Begin reading online—check out LexicOrient and JourneyMart’s contributions to online knowledge pertaining to Algiers travel via links that can be found here .

The number of history books regarding Algiers and Algeria is quite high, and not all of them cover French Imperialism or the bloody revolutionary and civil wars of the last fifty years.  Perhaps one of the most fascinating books about North African history in general would be Cervantes In Algiers: A Captive’s Tale by Maria Antonia Garces.  In this work Garces recounts the five year imprisonment of Miguel Cervantes, author of Don Quixote, in Algiers as he served as a slave to Barbary pirates.

For books about Algeria’s Revolutionary War , try James D. Le Sueuer’s and Mouloud Feraoun’s Journal 1955-1962: Reflections on the French-Algerian Wa r, a more memoir-ish look at the grisly conflict for national independence.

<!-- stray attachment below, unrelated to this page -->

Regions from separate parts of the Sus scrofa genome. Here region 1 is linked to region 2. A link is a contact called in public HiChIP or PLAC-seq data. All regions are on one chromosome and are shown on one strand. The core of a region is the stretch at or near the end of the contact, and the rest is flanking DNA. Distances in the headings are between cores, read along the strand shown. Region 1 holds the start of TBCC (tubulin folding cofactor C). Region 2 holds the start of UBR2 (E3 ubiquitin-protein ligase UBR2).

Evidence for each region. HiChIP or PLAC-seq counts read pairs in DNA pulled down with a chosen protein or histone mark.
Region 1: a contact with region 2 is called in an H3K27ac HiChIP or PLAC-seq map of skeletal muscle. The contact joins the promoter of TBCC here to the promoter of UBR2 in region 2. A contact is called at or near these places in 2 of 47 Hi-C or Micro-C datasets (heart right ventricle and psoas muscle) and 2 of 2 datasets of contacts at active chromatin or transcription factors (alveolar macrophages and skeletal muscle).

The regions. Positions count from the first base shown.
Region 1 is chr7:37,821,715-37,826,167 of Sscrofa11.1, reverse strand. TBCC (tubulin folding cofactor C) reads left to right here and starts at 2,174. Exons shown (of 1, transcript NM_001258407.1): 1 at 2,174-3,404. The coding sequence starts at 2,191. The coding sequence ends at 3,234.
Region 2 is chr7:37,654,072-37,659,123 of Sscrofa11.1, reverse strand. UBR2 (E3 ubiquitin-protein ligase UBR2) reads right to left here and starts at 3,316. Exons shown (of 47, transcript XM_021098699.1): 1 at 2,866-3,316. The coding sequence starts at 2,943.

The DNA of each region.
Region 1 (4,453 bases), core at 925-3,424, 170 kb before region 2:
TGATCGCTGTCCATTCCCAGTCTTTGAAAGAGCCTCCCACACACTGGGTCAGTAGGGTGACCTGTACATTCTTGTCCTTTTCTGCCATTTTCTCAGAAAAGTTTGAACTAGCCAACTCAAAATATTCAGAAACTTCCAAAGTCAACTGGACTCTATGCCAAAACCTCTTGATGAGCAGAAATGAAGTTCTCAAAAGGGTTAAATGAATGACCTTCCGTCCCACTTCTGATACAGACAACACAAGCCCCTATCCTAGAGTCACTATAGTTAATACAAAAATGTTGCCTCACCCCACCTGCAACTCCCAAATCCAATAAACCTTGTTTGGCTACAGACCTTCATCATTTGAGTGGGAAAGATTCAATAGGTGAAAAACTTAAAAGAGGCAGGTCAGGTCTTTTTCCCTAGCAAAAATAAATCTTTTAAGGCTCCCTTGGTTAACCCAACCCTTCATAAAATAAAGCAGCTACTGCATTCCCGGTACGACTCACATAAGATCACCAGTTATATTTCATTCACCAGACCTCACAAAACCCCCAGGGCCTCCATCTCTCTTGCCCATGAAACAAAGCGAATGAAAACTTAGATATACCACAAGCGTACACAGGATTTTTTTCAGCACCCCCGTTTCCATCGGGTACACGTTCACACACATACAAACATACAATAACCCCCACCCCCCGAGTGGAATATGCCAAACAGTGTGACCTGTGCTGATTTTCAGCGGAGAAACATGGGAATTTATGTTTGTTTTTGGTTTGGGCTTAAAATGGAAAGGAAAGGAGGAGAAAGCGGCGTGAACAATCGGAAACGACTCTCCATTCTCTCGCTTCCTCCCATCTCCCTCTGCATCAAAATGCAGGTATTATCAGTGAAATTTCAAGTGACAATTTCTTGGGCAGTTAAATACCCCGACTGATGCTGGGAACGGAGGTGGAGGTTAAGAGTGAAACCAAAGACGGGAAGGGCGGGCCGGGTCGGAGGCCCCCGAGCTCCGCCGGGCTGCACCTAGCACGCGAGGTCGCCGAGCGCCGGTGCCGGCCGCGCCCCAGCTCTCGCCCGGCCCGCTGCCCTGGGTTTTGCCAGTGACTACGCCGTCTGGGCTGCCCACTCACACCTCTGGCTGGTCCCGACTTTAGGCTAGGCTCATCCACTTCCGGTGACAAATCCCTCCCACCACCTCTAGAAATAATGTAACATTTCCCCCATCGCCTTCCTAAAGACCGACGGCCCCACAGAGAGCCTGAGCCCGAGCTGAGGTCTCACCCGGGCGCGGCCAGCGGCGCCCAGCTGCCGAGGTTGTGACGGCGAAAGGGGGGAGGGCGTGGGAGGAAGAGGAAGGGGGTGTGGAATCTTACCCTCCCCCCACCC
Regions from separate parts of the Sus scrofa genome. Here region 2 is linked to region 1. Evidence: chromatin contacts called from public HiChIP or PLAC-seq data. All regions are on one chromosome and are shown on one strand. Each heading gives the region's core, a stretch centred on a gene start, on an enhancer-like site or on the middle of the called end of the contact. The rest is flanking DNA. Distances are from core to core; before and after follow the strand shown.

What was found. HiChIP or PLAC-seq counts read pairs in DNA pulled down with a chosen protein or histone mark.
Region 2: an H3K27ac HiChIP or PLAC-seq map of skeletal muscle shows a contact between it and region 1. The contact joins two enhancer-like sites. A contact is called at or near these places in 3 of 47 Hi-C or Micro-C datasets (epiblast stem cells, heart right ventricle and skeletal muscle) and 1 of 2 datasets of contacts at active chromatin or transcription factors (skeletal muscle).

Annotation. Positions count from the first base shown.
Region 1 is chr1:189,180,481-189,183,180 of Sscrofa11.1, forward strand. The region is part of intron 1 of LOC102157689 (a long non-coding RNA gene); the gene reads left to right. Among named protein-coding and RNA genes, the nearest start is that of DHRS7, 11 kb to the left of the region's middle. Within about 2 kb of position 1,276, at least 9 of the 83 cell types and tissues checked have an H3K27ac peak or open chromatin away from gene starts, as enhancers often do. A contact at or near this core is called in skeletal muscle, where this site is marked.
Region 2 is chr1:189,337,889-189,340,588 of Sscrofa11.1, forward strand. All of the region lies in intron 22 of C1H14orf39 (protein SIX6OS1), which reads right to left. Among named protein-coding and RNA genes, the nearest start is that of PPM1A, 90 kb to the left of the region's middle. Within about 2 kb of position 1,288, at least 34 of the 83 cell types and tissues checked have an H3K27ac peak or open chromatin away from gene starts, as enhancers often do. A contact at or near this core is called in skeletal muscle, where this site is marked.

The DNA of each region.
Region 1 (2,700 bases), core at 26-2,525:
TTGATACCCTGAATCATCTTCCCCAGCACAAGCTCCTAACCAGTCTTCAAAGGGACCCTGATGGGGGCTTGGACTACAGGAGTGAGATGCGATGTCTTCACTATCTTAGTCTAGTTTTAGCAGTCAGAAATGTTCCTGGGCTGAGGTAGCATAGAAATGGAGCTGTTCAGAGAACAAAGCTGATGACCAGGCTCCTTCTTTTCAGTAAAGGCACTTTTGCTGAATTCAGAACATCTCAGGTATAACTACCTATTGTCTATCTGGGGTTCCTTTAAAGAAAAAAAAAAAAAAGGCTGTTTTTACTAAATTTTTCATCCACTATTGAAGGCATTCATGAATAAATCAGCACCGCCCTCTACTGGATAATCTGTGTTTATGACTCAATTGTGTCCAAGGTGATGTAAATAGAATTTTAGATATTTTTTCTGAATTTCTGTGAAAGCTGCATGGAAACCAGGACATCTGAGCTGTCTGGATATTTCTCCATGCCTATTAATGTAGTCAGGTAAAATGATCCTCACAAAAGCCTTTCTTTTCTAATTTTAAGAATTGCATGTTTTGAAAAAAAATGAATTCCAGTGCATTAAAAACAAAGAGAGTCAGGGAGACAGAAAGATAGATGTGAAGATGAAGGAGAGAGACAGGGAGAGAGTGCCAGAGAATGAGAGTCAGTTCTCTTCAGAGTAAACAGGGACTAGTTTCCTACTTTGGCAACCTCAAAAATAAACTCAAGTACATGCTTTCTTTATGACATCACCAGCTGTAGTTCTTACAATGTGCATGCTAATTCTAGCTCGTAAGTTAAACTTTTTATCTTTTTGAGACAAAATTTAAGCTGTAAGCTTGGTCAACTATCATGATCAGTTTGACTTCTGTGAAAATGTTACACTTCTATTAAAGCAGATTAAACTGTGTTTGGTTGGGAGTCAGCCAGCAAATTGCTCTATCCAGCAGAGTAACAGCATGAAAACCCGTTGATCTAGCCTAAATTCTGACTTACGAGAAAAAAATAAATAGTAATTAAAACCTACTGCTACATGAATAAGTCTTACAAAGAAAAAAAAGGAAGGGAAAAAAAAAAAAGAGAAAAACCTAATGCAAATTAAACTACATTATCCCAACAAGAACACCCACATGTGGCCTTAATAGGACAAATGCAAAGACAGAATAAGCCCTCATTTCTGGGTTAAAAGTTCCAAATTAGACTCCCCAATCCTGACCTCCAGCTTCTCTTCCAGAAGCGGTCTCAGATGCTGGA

Because of safety issues, Algiers and Algeria have not been very popular travel destinations of late.  As a result, standard travel guide chains such as Fodor’s and Frommer’s do not offer much in the way of Algerian knowledge.  That said, Healthy Travel Africa by Dr. Isabelle Young is put out by Lonely Planet as a toolbox for staying safe and healthy in the continents countries, and Africa on a Shoestring , another Lonely Planet product, is intended for backpackers criss-crossing countries as diverse as Algeria and Libya to the north and Angola, Namibia, and Botswana in the south.  Both these texts make for worthwhile reads for potential visitors to Algiers, despite their lack of specificity to Algeria itself.